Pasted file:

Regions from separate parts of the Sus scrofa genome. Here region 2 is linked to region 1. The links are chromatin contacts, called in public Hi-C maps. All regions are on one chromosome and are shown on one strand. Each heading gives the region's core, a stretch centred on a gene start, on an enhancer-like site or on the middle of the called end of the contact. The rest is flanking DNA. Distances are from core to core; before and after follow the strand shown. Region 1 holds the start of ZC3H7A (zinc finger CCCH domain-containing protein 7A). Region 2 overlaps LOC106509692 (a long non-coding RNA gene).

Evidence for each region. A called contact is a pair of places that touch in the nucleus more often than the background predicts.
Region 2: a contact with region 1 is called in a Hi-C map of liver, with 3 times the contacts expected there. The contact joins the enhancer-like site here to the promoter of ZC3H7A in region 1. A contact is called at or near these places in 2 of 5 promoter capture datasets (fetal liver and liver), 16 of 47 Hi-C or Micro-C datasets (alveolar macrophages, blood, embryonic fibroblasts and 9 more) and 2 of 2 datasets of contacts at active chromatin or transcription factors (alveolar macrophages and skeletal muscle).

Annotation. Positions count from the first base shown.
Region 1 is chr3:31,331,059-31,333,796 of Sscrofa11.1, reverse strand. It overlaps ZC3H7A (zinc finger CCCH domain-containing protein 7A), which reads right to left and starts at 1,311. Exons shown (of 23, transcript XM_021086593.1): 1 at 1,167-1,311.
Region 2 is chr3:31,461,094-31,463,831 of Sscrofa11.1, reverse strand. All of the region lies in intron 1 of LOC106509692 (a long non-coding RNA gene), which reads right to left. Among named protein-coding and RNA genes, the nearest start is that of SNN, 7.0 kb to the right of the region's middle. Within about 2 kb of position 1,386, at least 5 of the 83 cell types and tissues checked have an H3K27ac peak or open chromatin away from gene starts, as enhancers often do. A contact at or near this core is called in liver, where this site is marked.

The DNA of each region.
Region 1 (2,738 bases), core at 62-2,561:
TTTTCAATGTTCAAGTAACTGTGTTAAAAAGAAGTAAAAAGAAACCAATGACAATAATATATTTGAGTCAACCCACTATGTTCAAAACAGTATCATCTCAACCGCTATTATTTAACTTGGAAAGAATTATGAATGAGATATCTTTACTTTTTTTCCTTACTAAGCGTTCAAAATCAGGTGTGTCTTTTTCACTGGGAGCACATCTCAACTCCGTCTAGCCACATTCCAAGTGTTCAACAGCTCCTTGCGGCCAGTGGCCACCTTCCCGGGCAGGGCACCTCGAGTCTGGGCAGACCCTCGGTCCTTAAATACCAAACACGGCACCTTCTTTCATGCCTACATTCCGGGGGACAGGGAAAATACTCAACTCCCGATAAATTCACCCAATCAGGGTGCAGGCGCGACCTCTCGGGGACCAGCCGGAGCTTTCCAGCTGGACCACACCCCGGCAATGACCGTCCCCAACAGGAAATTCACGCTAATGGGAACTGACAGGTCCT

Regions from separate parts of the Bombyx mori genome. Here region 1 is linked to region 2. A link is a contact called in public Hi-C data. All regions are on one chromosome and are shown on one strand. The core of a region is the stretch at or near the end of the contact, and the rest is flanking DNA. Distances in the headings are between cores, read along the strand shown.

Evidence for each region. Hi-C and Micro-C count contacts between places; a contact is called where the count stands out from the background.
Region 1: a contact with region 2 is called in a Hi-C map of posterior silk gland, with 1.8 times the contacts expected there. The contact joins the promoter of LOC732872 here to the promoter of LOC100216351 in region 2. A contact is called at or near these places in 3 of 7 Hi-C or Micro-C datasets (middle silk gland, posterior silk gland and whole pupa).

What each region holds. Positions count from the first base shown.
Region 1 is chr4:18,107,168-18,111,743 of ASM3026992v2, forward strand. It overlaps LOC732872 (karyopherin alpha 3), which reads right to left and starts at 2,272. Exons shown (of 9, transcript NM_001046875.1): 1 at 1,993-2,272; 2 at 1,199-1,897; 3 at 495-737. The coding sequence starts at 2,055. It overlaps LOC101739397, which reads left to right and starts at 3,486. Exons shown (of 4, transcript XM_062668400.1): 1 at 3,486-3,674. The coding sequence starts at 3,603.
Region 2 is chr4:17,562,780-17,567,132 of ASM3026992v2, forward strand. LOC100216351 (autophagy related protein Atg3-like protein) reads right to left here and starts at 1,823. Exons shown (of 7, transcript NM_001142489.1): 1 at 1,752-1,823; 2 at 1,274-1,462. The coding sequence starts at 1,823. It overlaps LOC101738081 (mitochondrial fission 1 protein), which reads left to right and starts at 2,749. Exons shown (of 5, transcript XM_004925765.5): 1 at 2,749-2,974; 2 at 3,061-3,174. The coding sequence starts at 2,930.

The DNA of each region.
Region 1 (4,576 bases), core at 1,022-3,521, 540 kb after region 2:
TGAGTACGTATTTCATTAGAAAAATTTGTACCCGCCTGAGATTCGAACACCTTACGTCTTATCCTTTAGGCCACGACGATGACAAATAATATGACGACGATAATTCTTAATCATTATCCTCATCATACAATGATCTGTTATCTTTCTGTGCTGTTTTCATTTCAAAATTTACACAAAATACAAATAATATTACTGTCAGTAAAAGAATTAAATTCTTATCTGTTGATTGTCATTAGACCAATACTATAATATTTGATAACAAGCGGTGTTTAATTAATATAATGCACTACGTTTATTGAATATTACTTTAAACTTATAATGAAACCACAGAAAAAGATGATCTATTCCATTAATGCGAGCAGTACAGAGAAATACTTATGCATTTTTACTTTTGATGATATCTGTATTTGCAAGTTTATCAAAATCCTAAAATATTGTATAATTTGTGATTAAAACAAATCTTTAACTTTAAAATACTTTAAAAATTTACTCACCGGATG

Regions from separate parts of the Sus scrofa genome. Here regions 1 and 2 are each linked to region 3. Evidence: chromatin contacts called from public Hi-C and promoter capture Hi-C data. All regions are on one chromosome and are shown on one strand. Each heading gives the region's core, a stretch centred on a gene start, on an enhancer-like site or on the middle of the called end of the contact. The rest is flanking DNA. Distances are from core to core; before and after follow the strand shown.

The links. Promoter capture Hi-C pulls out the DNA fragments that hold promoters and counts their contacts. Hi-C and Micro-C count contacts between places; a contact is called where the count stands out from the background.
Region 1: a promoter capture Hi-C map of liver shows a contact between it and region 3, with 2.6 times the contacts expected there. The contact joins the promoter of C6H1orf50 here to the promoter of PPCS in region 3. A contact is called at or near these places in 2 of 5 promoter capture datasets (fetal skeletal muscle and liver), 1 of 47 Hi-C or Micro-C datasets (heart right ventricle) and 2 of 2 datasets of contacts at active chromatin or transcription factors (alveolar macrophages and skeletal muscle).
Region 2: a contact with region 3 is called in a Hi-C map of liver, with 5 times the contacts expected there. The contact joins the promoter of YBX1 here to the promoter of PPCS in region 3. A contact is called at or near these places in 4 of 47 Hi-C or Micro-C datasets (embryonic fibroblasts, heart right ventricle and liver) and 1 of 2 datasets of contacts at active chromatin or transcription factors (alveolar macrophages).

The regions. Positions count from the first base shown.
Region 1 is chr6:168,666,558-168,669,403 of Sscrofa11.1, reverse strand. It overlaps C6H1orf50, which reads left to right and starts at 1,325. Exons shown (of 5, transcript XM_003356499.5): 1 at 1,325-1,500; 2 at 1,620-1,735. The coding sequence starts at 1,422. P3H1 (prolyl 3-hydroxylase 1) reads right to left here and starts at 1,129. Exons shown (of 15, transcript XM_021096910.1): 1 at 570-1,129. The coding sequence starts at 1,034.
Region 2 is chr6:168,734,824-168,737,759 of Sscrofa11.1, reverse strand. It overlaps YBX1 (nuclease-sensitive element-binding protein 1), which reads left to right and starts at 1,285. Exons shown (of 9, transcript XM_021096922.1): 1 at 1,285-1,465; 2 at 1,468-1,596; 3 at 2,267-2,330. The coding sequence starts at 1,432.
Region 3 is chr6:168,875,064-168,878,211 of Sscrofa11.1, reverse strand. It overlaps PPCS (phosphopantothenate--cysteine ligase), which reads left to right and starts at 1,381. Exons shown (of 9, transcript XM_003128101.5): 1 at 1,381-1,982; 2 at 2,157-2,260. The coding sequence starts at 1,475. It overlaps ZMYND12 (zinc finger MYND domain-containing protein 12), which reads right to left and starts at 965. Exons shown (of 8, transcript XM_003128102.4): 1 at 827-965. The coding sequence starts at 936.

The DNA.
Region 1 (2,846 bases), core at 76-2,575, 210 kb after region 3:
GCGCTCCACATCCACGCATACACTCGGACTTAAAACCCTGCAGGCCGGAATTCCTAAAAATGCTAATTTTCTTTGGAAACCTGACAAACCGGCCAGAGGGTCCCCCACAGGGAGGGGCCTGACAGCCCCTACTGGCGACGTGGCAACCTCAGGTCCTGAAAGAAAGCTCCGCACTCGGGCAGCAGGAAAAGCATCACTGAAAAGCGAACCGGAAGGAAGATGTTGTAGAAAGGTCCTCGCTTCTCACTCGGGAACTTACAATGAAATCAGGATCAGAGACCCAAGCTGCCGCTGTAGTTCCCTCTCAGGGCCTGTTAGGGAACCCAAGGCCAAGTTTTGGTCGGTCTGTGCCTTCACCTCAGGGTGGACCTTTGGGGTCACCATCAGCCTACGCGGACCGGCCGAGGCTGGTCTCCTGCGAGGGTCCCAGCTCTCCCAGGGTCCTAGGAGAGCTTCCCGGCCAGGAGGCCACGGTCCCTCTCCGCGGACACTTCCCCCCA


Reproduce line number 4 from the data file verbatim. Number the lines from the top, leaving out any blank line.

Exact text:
Annotation. Positions count from the first base shown.